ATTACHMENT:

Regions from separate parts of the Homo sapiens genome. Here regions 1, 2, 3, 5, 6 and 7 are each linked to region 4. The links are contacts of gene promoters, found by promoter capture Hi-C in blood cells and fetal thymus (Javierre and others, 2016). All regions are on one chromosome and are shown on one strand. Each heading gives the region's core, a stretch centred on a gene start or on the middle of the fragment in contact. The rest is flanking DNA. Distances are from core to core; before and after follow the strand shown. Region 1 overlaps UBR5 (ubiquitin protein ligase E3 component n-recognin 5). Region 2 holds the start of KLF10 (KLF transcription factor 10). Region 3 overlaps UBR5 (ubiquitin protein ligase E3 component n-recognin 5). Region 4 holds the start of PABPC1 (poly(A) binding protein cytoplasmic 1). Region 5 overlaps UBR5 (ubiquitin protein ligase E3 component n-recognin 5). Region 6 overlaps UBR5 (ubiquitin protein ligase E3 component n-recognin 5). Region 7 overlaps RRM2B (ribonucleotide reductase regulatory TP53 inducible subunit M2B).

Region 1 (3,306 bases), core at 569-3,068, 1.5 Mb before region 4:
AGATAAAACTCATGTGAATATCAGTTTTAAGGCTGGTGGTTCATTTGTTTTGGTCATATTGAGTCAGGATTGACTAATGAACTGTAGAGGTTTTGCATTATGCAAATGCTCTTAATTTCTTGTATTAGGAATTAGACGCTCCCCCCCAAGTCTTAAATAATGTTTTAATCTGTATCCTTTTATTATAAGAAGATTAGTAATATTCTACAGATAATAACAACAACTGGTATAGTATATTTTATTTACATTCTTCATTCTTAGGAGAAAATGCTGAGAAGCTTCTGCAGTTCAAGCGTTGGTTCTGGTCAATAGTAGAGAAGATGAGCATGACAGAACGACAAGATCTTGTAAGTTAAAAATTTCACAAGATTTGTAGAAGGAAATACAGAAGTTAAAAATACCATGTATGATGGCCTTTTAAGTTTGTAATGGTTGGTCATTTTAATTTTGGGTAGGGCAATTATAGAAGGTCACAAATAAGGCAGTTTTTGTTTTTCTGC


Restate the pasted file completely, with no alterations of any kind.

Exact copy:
Regions from separate parts of the Homo sapiens genome. Here regions 1, 2, 3, 5, 6 and 7 are each linked to region 4. The links are contacts of gene promoters, found by promoter capture Hi-C in blood cells and fetal thymus (Javierre and others, 2016). All regions are on one chromosome and are shown on one strand. Each heading gives the region's core, a stretch centred on a gene start or on the middle of the fragment in contact. The rest is flanking DNA. Distances are from core to core; before and after follow the strand shown. Region 1 overlaps UBR5 (ubiquitin protein ligase E3 component n-recognin 5). Region 2 holds the start of KLF10 (KLF transcription factor 10). Region 3 overlaps UBR5 (ubiquitin protein ligase E3 component n-recognin 5). Region 4 holds the start of PABPC1 (poly(A) binding protein cytoplasmic 1). Region 5 overlaps UBR5 (ubiquitin protein ligase E3 component n-recognin 5). Region 6 overlaps UBR5 (ubiquitin protein ligase E3 component n-recognin 5). Region 7 overlaps RRM2B (ribonucleotide reductase regulatory TP53 inducible subunit M2B).

Region 1 (3,306 bases), core at 569-3,068, 1.5 Mb before region 4:
AGATAAAACTCATGTGAATATCAGTTTTAAGGCTGGTGGTTCATTTGTTTTGGTCATATTGAGTCAGGATTGACTAATGAACTGTAGAGGTTTTGCATTATGCAAATGCTCTTAATTTCTTGTATTAGGAATTAGACGCTCCCCCCCAAGTCTTAAATAATGTTTTAATCTGTATCCTTTTATTATAAGAAGATTAGTAATATTCTACAGATAATAACAACAACTGGTATAGTATATTTTATTTACATTCTTCATTCTTAGGAGAAAATGCTGAGAAGCTTCTGCAGTTCAAGCGTTGGTTCTGGTCAATAGTAGAGAAGATGAGCATGACAGAACGACAAGATCTTGTAAGTTAAAAATTTCACAAGATTTGTAGAAGGAAATACAGAAGTTAAAAATACCATGTATGATGGCCTTTTAAGTTTGTAATGGTTGGTCATTTTAATTTTGGGTAGGGCAATTATAGAAGGTCACAAATAAGGCAGTTTTTGTTTTTCTGC